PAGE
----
Throck ‘n’ roll
Join the club! says reader, Andrew Collins, and goes on explain the advantages at his own, Throckmorton Shooting
I’ve been passionate about shooting since I was 14 - I’m now 76. In those days, it was 7s 6d (37½p) for a licence from the post office and 15 shillings (75p) for a box of 25 Eley Grand Prix cartridges. Sadly, a road traffic accident at the age of 21 put the shooting on hold and me in hospital for two years, and minus one leg and my right eye, but I did gain the staff nurse on the ward as my wife.
After several years convalescing and rebuilding my life, I returned to the sport and taught myself to shoot left-handed. It’s not as difficult as you might think. Strutting about on a tin leg, and latterly on crutches as osteoarthritis set in, I was able to shoot on equal terms with my colleagues, and I would like to think that I became quite competitive.
In the last couple of years, things went downhill and I was unable to lift the gun, and this coincided with some pretty hefty surgery which left me with the plumbing on the outside, but my gun club didn’t let me drift into a corner. They persuaded me to try air rifle shooting on an FT/HFT course that was newly introduced. What a surprise! I had always felt that air rifle shooting was the precurser to real shooting, but how wrong can you be! The opposite is true. Apart from missing the big bang, the technicality between the two is like comparing chess to draughts. The mil dots, hold-over, hold-under, windage, fall off, and so on, were terms I had never considered, and the enthusiasm of the other members was infectious.
Back to the obstacles. I was by now totally wheelchair-bound and had to consider how to get around the course. Fortunately, Alan, our
“what do you need to enjoy this wonderful and affordable sport? Let’s start with the obvious”
club owner, had set it out to be totally accessible, and with an off-road mobility scooter I was able to transfer from chair to chair, and with the help of a swivel seat, a lightweight, carbon-fibre, photographic tripod with a suitable head, plus an ever-helpful wife to lift the gun into place, away we went. No, I can’t adopt the recognised shooting positions: i.e. lying down, sitting and standing, but who cares. I make up the rules as I go along, safety is paramount, and no one is inconvenienced.
WHAT DO YOU NEED?
So what do you need to enjoy this wonderful and affordable sport? Let’s start with the obvious – you need a gun. I have no strength to cock a springer, so I chose a pre-charged pneumatic (four, in fact) plus a good-quality scope. Ask around, try a few. I was given valuable advice by experienced members about what was most suitable.
You also need somewhere to use it. Plinking in the garden, if it’s big enough, with tin cans is all very well, but neighbours can get anxious with guns around, and should a pellet ever cross into their territory, you are in serious trouble. The best way is to find an air rifle shooting club where you will not only enjoy mixing with like-minded people, but also have the facility to shoot in a professionally set up environment. The club I belong to is run by a team of people headed by Alan and Sandy Bewley, who do everything possible to make us feel at home.
The club caters for airguns and clay-pigeon shooting, and is set in a beautiful woodland area. Airguns are catered for every other Sunday throughout the year, and during the summer months is open on a Wednesday afternoon until early evening. The charge: £5.00 per day on Sundays and £3.00 for the Wednesday plinking range. Filling facilities and refreshments are available (Sundays) and the bacon butties are something to write home about.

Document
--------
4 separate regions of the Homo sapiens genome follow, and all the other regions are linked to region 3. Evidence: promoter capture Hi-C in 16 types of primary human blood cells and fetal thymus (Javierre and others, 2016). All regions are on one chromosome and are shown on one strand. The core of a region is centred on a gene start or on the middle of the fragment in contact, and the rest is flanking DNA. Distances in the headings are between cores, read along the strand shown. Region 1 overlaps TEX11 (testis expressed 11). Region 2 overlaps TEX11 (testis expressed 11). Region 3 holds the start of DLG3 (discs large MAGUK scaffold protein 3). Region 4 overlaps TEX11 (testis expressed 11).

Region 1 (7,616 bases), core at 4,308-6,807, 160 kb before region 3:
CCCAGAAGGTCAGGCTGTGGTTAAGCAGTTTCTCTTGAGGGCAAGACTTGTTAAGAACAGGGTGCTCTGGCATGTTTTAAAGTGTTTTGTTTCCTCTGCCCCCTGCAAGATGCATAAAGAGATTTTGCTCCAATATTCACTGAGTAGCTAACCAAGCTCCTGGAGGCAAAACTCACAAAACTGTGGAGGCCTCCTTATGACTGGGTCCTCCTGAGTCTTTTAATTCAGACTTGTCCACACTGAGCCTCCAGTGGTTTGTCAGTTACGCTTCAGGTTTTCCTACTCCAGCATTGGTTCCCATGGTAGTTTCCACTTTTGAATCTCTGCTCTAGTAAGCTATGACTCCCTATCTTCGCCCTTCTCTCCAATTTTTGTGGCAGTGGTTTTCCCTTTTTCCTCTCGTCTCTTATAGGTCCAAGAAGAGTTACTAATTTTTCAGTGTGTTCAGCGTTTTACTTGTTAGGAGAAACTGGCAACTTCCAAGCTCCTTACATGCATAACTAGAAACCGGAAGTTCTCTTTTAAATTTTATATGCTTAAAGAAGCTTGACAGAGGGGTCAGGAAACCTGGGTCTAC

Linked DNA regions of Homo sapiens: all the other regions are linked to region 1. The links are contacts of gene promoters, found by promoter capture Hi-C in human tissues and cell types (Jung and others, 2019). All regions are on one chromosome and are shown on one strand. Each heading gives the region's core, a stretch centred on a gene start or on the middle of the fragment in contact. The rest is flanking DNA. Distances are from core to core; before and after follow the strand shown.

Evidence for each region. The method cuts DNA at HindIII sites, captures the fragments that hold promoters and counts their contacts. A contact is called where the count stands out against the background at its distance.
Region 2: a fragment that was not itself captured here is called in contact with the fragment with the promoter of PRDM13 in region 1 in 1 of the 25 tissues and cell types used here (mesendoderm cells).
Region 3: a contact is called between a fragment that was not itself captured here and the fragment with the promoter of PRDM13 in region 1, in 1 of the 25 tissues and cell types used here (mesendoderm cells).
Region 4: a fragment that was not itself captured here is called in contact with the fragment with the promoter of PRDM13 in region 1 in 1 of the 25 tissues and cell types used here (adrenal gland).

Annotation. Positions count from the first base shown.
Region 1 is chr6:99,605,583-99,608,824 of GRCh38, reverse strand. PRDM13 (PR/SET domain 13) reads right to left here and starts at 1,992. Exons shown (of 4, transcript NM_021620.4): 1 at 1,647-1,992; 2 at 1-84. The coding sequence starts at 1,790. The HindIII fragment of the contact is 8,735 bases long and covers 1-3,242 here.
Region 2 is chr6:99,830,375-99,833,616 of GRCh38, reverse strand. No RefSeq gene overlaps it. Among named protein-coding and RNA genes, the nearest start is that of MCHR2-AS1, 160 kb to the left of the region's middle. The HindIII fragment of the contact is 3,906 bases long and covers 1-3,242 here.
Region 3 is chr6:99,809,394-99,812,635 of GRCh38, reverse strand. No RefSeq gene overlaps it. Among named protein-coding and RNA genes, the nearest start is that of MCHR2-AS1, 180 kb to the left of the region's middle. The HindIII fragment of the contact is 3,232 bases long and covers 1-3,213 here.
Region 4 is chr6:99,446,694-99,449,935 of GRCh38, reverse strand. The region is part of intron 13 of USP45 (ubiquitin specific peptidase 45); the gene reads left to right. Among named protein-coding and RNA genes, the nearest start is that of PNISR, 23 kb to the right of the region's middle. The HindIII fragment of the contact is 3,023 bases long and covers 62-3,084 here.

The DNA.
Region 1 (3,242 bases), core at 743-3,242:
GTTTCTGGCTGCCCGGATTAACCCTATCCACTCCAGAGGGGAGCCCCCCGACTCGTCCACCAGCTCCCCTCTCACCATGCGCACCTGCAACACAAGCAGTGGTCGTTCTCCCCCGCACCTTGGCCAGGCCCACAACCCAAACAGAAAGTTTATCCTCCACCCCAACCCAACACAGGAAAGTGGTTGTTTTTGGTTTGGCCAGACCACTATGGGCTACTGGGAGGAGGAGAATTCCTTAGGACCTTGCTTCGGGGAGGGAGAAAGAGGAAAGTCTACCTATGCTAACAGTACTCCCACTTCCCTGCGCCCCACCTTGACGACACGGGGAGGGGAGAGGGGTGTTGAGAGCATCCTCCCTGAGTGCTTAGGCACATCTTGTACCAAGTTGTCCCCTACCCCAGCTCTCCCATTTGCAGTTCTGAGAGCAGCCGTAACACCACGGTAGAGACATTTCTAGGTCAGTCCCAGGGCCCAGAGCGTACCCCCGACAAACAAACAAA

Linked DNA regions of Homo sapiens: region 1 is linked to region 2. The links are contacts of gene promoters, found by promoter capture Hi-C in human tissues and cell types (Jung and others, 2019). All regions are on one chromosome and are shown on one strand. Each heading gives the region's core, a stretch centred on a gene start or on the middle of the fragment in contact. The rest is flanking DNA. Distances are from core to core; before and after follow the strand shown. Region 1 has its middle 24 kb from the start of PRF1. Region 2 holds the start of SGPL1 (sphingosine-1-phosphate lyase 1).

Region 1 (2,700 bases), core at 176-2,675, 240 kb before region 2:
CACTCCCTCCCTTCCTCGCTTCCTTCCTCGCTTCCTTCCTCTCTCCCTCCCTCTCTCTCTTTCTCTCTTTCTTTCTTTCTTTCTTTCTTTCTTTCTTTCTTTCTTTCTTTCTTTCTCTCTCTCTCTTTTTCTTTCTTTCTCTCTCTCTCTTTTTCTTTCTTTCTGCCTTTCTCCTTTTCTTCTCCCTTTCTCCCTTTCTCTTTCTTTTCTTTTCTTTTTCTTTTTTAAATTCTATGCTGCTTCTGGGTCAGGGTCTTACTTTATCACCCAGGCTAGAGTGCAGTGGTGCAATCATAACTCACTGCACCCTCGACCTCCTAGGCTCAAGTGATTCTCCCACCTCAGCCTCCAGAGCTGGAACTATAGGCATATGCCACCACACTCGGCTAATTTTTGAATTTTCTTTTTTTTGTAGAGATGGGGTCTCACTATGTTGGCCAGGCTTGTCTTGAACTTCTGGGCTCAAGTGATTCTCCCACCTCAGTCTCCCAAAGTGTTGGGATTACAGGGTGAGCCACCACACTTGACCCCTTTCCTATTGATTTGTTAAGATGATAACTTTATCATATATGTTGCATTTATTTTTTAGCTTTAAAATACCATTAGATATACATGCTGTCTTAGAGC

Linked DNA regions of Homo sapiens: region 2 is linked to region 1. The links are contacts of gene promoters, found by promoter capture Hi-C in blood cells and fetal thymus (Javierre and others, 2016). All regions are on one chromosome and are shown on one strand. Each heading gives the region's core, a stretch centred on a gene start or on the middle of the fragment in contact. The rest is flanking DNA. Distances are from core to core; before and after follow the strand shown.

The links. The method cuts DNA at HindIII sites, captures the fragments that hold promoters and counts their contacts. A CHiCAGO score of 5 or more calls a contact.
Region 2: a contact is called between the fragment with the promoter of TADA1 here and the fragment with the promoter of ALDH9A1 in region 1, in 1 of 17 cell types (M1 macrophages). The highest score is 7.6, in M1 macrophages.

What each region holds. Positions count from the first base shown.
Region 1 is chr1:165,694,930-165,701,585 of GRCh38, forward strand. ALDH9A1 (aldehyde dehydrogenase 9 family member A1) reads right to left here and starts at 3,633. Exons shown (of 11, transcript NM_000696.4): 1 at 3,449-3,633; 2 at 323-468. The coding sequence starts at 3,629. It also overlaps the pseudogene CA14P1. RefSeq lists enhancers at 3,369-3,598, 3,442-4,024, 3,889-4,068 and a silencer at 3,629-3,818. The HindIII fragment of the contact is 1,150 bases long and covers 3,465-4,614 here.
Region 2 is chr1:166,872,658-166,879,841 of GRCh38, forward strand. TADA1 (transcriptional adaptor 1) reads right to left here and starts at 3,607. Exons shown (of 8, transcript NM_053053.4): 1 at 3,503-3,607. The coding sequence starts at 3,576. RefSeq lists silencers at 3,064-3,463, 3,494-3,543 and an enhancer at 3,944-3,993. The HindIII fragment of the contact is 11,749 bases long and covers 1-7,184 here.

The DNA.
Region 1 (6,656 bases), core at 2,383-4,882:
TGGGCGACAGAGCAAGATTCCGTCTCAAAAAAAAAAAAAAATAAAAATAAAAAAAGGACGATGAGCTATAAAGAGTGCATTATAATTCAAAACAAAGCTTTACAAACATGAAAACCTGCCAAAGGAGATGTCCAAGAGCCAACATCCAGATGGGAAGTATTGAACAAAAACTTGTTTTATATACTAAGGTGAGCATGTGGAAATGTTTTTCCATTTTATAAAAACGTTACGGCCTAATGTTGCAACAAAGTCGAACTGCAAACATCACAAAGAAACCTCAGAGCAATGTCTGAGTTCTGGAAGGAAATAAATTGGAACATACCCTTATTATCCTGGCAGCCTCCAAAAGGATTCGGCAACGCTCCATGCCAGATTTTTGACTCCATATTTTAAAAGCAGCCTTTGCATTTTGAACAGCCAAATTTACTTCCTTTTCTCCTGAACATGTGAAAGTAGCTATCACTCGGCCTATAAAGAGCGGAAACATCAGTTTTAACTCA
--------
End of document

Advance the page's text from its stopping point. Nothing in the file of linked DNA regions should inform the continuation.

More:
LOADS OF LANES
There are 30 lanes designed for FT/HFT shooting, and 15 are set up each Sunday.The layout is designed to be ‘loosely’ HFT rules, and is run as a friendly competition. The set-up team work hard to organise varied set of targets to meet all shooter levels; some peeping from behind tyres, some up in the trees and others up to 50 yards. distant. Believe me, it can be quite challenging. The paths are laid down with chip bark, and the shooting points are kept dry with more of it, so the layout is easily accessible for wheelchair competitors
It is exciting to see so many youngsters coming along with their dads and mums, and Alan has a variety of guns available, plus the expertise to introduce shooting under qualified supervision.
A GREAT EXPERIENCE
This has been a real experience for me. I honestly thought my shooting days were over, but they have only just begun. Thanks to a lot of encouragement and help from a devoted wife, a fabulous club where everything is done to allow equal opportunities for all, and a wonderful set of ‘guys and gals’ who see you as a person to compete with – despite being a little bit different, my life is full. May it go on for a long time yet, and I would encourage anyone who is disabled to go along to a club or shooting range and give it a go. You have nothing to lose and a whole lot to gain.
You could start by coming to see us at Throckmorton Shooting in the Vale of Evesham. Give Alan or Sandy Bewley a call on 07889 469285 or look up their website for more details. www. throckmortonshootground.co.uk and be prepared for a warm welcome. I
Below: Andrew and his ‘ever-helpful’ wife, Ruth, enjoy the superb layout at Throckmorton. Above: Dawn over Throckmorton. Facilities like this could also be the dawn of a whole new shooting life for disabled people.
Left: No shortage of variety and challenge, here! Below: The friendly members of Throcky make full use of the zeroing range.
Left: Wheel-power and determination! Andrew has plenty of both.
Above: The bacon butties make for fine dining at Throckmorton ranges.
Above: When you have settings like this, an interesting course is guaranteed.